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Bird Calls & Sound Effects
The term Sound Effect ranges back to the early days of radio. In its Year Book 1931 the BBC
published a major article about "The Use of Sound Effects". It considers sounds effect deeply linked
with broadcasting and states: "It would be a great mistake to think of them as anologous to
punctuation marks and accents in print. They should never be inserted into a programme already
existing. The author of a broadcast play or broadcast construction ought to have used Sound Effects
as bricks with which to build, treating them as of equal value with speech and music."
Some pieces of music use sound effects that are made by a musical instrument or by other means. An
early example is the 18th century Toy Symphony. Richard Wagner in the opera Das Rheingold (1869)
lets a choir of anvils introduce the scene of the dwarfs who have to work in the mines, similar to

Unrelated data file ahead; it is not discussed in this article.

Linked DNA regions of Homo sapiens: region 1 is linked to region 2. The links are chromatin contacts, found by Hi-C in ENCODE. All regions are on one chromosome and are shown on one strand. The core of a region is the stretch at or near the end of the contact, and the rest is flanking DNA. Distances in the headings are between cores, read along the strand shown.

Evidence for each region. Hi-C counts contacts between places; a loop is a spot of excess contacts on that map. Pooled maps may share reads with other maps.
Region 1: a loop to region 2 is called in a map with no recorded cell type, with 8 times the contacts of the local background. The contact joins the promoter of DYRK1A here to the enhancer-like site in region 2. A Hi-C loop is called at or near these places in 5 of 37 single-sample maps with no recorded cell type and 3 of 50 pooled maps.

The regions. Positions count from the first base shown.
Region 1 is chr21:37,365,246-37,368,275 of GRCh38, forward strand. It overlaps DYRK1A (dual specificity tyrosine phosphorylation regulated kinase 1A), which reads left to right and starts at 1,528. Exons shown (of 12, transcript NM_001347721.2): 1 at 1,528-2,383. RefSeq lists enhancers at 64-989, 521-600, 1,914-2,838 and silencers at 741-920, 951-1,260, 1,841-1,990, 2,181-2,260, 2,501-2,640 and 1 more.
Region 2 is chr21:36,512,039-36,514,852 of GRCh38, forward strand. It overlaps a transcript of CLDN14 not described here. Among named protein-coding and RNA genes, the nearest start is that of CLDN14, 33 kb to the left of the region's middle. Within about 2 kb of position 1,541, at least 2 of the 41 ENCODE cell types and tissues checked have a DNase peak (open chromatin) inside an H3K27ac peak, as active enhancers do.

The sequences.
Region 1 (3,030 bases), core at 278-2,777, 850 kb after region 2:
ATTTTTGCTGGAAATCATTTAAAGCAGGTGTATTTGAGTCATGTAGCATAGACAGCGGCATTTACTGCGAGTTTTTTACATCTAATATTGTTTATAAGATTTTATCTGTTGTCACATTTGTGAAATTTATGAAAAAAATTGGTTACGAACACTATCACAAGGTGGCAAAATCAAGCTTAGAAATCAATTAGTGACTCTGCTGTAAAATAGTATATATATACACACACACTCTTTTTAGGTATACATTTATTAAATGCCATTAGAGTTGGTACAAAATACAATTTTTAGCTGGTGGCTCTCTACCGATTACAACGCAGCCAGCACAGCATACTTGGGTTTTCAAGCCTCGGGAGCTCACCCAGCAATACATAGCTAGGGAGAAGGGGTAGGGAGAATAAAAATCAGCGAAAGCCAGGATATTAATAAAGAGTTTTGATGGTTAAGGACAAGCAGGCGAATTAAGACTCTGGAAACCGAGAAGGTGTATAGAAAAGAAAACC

the introduction of the dwarfs in the 1937 Disney movie Snow White. Klaus Doldingers soundtrack for
the 1981 movie Das Boot includes a title score with a sonar sound to reflect the U-boat setting.
John Barry integrated into the title song of Moonraker (1979) a sound representing the beep of a
Sputnik like satellite.
French bird calls and hunting calls, game calls are better documented
then any other 19th century bird calls. The largest 19th century manufucturer was probably
MANUFACTURE GENERALE D'ARMES FONDEE EN 1830. SAINT-ETIENNE. but there were dozens of other makers.
There are French and Belgian collectors. Most of the whistle make the sounds of the animal meant to be chased to draw them near
the hunter, but some immitate an animal that would attract a predator, so a fox whistle would make
the sound of a squirell or a wounded rabbit. The first documented book is
from 1778. It seems that the earlier bird calls were made from wood
leather & bone.